For many Massachusetts districts, school year might start 2 weeks late
School districts across Massachusetts will be allowed to delay the opening day for students this fall up to 10 days — and students won’t have to make up the lost time — under a deal finalized Monday that aims to give districts more time to prepare for a safe return.
Under the deal — struck between state education officials and the state’s three largest teacher unions — districts can use the first 10 days of the school year to provide teachers and staff with time to redesign classroom lessons, learn techniques to help students overcome trauma they may have experienced during the pandemic, and to learn an array of new safety and health protocols developed to keep students safe from the coronavirus.
“It’s going to be a new world for everyone,” said Beth Kontos, president of the American Federation of Teachers Massachusetts. “I just don’t see everything getting done in time.”
The deal sets Sept. 16 as the latest students should return to classes. That means districts that were planning to resume classes before Labor Day, which lands on Sept. 7 this year, will benefit the most under the agreement, which loosens a state rule requiring 180 days of classes, while districts that were slated to reopen after the holiday, like Boston, would lose fewer instructional days. However, districts can seek state approval to begin classes after the 16th.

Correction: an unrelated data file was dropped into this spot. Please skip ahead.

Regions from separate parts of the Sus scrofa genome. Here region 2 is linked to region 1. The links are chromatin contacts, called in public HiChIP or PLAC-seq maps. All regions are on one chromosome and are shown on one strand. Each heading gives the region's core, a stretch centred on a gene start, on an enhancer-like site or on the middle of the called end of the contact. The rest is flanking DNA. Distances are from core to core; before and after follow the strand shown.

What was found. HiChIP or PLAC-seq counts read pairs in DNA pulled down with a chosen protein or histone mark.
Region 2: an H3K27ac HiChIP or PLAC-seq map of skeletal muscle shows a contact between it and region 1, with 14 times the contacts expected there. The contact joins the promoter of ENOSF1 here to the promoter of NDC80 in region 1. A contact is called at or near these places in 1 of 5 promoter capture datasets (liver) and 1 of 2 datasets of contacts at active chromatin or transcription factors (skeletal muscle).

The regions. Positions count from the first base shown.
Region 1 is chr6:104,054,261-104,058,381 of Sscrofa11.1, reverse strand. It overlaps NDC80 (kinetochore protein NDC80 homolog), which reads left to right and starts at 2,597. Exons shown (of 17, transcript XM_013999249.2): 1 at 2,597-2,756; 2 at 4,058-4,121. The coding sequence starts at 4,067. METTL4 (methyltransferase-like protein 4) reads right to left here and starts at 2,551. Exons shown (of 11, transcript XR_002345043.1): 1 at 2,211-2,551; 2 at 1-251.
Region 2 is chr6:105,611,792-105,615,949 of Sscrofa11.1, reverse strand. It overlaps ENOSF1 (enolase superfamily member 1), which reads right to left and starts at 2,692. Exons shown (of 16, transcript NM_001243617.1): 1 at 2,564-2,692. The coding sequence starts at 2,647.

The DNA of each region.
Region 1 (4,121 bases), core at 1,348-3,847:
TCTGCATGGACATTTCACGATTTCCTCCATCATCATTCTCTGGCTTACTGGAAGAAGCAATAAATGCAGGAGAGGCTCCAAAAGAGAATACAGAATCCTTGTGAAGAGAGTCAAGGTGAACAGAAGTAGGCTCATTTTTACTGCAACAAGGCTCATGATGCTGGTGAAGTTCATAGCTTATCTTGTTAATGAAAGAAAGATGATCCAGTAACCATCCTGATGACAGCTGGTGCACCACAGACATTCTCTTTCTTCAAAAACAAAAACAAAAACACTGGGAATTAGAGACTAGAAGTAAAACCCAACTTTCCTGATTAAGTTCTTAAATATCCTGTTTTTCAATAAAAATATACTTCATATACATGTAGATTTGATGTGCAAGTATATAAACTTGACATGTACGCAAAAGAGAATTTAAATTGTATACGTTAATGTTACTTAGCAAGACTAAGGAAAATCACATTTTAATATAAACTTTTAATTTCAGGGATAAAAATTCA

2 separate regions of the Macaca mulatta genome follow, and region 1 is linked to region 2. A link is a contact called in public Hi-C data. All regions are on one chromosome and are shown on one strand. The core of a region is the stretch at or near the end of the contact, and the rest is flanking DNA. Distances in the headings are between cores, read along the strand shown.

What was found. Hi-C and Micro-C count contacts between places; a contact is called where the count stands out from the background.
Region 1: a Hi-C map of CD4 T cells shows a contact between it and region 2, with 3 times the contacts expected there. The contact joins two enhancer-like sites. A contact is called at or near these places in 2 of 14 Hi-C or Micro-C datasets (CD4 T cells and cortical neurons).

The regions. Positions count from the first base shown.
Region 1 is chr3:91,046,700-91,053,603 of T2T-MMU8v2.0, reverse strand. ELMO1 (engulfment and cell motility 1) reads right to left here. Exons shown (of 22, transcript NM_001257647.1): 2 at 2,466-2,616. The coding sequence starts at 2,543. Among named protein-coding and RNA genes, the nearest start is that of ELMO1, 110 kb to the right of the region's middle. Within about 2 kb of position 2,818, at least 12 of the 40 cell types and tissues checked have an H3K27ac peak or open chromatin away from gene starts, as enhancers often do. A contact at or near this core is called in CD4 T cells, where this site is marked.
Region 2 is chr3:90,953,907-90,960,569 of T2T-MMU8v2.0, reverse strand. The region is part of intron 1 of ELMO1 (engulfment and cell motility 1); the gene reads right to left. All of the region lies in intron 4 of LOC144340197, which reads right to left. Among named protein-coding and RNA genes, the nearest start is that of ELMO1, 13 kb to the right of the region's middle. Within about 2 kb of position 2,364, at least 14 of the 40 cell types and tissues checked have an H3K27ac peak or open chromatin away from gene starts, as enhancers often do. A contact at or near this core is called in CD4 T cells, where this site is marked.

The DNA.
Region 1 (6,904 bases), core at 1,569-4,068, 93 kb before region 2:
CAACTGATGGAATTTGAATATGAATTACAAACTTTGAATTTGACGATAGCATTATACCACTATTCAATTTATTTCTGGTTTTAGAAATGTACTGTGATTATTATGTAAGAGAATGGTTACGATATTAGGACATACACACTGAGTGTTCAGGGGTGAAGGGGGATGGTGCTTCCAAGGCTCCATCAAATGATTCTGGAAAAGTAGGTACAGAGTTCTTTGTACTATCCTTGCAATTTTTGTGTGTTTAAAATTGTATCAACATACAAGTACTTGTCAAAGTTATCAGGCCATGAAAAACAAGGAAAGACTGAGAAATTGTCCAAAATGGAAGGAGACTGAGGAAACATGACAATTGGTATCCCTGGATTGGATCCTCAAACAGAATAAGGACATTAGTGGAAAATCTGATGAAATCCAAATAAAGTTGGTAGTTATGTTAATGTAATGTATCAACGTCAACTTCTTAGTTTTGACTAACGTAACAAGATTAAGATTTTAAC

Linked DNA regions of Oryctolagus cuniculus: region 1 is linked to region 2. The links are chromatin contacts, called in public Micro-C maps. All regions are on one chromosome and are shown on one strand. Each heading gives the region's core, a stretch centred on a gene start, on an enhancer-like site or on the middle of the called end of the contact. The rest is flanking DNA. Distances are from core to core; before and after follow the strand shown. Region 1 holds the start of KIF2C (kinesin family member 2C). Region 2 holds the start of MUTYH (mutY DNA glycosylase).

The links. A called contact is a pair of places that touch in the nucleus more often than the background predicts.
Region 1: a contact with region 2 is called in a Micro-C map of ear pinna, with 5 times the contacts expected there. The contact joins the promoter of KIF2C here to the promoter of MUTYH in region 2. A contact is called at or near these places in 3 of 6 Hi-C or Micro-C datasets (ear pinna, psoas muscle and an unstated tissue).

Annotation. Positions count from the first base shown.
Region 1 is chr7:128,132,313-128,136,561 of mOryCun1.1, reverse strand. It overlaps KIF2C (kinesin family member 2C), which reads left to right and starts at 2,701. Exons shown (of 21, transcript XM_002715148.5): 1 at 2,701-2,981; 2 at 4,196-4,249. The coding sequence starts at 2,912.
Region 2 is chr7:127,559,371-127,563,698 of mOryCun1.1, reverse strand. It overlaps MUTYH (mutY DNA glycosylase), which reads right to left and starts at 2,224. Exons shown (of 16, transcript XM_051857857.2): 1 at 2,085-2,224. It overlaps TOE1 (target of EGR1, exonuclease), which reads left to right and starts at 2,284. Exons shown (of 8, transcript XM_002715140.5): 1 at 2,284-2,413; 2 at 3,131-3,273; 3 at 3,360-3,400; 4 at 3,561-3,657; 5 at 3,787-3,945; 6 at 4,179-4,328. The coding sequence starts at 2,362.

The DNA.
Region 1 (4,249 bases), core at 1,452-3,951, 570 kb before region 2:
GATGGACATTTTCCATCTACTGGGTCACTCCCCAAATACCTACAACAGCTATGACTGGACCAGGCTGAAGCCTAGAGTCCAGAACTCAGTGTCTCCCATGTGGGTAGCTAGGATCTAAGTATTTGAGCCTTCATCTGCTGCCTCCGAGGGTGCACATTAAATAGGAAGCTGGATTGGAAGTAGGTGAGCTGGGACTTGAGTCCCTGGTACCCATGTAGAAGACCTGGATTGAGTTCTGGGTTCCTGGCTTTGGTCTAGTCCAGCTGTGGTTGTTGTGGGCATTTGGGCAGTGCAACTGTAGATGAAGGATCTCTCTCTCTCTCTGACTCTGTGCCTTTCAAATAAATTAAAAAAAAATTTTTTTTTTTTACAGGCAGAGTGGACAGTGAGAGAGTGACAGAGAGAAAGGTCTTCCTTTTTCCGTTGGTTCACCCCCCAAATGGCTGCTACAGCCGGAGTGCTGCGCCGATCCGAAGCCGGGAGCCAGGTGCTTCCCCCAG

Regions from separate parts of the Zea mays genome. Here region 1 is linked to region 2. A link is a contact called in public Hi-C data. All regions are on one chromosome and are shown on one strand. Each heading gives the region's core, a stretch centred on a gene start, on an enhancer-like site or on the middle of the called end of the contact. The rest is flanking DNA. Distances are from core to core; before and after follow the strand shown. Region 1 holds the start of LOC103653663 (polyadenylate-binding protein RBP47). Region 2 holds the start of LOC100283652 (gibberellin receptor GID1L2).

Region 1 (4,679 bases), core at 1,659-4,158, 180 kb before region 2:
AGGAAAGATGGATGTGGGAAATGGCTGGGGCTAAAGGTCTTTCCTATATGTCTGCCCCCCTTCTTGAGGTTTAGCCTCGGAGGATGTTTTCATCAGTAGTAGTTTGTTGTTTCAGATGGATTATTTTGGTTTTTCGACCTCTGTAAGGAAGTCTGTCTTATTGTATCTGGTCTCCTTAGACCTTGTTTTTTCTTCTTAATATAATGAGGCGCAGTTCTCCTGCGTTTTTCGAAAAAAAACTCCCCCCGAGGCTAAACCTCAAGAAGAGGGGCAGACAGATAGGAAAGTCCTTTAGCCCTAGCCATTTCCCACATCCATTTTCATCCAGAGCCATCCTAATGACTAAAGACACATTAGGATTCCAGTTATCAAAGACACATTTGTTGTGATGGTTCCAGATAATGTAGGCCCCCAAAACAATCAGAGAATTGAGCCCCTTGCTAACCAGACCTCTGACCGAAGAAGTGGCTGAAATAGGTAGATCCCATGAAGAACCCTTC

The deal was signed by the AFT, the Massachusetts Teachers Association, and the Boston Teachers Union.
One of the big ideas behind the delay is to be more thoughtful about reinventing education this fall rather than the scramble that occurred in March after Governor Charlie Baker abruptly closed schools statewide as part of a concerted effort to halt the spread of the coronavirus.
“We had 24 hours from the time the governor closed schools to begin what I called crisis learning,” said Merrie Najimy, president of the Massachusetts Teachers Association. “We now have 10 days to redesign COVID learning to connect educators and students with one another. It’s exciting.”